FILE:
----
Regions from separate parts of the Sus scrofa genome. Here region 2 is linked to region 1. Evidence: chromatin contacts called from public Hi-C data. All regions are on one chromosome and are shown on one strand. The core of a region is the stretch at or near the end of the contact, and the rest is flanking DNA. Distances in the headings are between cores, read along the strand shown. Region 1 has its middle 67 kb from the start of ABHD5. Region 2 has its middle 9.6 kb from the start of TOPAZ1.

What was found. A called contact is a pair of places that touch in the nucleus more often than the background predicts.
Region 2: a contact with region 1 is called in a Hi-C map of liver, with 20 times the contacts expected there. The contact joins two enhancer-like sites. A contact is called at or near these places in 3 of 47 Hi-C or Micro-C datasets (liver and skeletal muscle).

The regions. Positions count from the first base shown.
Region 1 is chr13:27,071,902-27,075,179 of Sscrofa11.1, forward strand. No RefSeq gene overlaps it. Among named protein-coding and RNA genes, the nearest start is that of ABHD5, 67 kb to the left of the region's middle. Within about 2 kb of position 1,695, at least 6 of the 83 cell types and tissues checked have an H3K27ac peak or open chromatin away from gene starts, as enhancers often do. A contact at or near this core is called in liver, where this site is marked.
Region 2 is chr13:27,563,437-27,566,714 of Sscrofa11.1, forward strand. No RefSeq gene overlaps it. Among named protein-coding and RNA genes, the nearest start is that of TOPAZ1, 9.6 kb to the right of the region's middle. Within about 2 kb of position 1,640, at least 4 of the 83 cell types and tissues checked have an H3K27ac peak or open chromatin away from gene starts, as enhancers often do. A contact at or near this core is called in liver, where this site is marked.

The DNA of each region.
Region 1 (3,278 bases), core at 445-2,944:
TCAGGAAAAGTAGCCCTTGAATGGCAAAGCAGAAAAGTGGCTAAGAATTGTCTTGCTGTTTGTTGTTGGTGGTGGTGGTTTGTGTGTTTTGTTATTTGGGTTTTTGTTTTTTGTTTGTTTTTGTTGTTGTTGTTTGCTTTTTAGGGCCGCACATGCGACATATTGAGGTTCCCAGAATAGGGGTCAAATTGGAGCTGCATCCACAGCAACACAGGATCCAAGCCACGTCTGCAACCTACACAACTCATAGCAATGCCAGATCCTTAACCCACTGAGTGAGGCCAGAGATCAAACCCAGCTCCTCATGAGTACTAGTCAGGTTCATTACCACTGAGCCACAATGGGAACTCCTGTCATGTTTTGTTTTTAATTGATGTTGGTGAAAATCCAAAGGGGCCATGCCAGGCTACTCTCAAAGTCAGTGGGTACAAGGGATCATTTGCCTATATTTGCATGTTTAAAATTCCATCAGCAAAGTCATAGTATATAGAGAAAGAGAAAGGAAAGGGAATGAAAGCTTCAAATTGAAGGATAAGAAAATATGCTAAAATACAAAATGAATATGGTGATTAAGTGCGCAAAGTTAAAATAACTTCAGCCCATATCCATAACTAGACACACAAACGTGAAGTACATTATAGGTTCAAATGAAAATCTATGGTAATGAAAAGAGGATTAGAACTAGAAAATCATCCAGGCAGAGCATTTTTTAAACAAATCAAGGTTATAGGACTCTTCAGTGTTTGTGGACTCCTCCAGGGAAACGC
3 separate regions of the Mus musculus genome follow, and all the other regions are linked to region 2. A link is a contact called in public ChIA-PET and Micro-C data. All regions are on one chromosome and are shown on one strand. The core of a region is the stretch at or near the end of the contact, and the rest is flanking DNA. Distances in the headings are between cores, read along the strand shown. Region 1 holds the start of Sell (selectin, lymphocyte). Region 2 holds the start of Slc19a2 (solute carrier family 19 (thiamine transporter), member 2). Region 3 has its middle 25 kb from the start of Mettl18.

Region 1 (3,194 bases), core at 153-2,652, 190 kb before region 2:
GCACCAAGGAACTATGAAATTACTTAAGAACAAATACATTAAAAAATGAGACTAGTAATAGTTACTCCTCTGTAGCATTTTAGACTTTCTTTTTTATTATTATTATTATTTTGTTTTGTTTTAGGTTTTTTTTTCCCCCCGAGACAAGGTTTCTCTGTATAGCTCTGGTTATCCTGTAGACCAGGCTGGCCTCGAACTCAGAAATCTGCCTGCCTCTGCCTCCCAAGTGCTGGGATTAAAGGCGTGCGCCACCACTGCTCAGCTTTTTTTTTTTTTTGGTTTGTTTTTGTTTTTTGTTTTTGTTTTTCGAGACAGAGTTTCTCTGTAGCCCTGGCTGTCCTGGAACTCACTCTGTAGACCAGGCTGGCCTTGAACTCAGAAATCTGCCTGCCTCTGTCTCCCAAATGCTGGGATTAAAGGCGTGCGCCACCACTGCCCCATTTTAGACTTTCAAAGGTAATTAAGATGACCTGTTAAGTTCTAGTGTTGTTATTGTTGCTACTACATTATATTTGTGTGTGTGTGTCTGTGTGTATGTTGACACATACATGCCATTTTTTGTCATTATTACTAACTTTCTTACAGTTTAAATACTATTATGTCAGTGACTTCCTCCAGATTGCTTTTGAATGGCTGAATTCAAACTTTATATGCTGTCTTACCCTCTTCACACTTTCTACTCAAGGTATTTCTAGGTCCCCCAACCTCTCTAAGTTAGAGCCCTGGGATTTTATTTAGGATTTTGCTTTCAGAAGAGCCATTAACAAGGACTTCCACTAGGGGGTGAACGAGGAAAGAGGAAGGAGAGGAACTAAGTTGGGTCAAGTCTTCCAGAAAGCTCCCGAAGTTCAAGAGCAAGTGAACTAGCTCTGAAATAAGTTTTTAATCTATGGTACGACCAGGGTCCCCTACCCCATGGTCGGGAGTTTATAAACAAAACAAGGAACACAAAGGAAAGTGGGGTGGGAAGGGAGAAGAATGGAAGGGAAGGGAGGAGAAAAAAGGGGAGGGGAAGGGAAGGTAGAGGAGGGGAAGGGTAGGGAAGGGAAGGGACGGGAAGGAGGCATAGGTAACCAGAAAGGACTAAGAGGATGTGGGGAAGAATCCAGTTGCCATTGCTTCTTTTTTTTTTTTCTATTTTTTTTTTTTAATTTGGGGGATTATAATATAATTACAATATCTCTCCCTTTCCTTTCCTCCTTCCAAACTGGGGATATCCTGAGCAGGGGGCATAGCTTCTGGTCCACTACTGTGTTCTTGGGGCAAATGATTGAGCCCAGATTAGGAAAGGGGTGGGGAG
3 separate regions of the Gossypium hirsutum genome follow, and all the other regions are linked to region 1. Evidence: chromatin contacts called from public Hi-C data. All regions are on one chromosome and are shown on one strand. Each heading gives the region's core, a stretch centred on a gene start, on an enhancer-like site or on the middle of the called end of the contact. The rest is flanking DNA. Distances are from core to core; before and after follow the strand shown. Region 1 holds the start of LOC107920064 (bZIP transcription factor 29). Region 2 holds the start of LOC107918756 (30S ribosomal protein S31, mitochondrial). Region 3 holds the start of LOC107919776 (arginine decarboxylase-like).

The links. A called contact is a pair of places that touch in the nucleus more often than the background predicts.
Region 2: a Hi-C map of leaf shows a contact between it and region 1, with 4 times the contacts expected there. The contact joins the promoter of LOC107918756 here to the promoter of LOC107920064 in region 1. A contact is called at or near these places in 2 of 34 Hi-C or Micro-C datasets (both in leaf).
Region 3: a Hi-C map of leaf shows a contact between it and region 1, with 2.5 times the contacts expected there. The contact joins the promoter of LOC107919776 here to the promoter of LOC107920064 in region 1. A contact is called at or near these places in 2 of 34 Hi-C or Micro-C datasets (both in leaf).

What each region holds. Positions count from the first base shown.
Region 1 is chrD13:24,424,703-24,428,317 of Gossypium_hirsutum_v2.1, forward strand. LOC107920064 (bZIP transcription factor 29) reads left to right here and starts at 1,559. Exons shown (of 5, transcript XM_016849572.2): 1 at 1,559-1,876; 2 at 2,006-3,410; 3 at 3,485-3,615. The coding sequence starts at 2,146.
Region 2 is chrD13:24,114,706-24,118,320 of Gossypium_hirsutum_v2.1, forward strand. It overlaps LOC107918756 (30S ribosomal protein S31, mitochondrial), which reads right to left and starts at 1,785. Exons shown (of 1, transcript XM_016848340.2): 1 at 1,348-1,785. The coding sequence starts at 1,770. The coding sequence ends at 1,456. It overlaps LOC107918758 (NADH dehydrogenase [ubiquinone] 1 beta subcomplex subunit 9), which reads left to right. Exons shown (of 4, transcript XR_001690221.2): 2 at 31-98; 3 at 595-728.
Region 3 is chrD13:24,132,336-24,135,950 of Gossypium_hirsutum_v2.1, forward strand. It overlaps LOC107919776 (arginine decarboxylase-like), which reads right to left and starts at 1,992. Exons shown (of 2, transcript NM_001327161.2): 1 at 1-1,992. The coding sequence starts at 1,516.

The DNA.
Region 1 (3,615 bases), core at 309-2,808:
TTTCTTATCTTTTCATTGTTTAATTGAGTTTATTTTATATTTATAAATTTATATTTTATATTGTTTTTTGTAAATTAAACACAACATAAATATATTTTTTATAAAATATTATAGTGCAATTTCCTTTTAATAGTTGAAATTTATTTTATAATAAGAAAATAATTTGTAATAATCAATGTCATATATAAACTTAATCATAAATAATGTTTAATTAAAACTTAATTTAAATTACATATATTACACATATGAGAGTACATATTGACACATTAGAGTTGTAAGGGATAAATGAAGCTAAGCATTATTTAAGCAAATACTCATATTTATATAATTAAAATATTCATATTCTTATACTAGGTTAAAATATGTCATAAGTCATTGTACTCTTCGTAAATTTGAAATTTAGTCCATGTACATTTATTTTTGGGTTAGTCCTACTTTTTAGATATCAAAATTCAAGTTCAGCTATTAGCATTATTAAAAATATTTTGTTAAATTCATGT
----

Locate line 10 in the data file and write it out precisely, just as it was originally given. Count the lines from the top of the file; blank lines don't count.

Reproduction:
3 separate regions of the Mus musculus genome follow, and all the other regions are linked to region 2. A link is a contact called in public ChIA-PET and Micro-C data. All regions are on one chromosome and are shown on one strand. The core of a region is the stretch at or near the end of the contact, and the rest is flanking DNA. Distances in the headings are between cores, read along the strand shown. Region 1 holds the start of Sell (selectin, lymphocyte). Region 2 holds the start of Slc19a2 (solute carrier family 19 (thiamine transporter), member 2). Region 3 has its middle 25 kb from the start of Mettl18.